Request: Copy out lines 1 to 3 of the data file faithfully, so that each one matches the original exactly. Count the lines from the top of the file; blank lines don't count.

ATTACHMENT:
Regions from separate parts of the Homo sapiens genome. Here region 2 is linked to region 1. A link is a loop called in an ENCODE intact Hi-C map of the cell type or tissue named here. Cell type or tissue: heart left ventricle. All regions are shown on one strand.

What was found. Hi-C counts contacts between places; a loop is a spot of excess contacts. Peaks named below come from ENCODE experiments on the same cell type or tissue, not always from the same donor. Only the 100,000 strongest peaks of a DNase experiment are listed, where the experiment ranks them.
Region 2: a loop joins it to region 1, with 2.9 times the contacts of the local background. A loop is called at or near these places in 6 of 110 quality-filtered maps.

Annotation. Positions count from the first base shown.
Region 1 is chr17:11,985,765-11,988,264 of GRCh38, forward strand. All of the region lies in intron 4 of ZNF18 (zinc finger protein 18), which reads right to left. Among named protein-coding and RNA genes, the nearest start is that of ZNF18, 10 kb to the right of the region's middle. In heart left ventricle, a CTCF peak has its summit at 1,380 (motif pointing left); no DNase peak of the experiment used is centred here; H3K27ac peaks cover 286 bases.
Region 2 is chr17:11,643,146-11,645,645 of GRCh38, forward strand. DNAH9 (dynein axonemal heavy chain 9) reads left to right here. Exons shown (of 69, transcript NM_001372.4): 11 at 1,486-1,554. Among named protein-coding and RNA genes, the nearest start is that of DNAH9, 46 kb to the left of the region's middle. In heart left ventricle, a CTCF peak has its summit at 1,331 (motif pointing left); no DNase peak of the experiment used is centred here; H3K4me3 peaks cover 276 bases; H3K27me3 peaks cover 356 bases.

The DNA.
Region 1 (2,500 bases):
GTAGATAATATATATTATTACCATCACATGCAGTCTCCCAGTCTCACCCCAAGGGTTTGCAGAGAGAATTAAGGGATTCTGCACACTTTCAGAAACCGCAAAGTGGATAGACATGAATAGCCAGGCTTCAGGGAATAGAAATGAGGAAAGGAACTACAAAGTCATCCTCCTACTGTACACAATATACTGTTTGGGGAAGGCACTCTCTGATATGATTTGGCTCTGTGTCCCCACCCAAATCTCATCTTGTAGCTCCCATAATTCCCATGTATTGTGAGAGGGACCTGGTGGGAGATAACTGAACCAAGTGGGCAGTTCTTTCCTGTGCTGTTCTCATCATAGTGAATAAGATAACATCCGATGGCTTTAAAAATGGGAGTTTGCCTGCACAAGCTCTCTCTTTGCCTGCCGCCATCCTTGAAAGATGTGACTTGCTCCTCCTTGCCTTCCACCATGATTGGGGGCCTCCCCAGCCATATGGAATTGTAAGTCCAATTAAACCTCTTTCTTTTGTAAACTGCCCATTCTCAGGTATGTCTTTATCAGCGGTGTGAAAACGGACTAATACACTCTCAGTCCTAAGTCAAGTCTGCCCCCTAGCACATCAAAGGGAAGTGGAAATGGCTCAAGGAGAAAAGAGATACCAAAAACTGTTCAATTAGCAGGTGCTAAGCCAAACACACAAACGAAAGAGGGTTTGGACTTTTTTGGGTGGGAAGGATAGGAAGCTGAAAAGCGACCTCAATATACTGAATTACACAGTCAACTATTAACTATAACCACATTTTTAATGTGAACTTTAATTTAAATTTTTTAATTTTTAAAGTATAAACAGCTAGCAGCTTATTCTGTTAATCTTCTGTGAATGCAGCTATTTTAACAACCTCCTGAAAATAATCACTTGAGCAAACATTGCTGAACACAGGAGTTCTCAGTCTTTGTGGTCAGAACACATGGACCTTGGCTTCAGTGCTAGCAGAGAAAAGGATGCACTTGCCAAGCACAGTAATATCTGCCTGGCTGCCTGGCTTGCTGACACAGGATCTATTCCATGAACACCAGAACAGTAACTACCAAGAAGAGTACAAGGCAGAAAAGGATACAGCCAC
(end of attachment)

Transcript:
Regions from separate parts of the Homo sapiens genome. Here region 2 is linked to region 1. A link is a loop called in an ENCODE intact Hi-C map of the cell type or tissue named here. Cell type or tissue: heart left ventricle. All regions are shown on one strand.

What was found. Hi-C counts contacts between places; a loop is a spot of excess contacts. Peaks named below come from ENCODE experiments on the same cell type or tissue, not always from the same donor. Only the 100,000 strongest peaks of a DNase experiment are listed, where the experiment ranks them.
Region 2: a loop joins it to region 1, with 2.9 times the contacts of the local background. A loop is called at or near these places in 6 of 110 quality-filtered maps.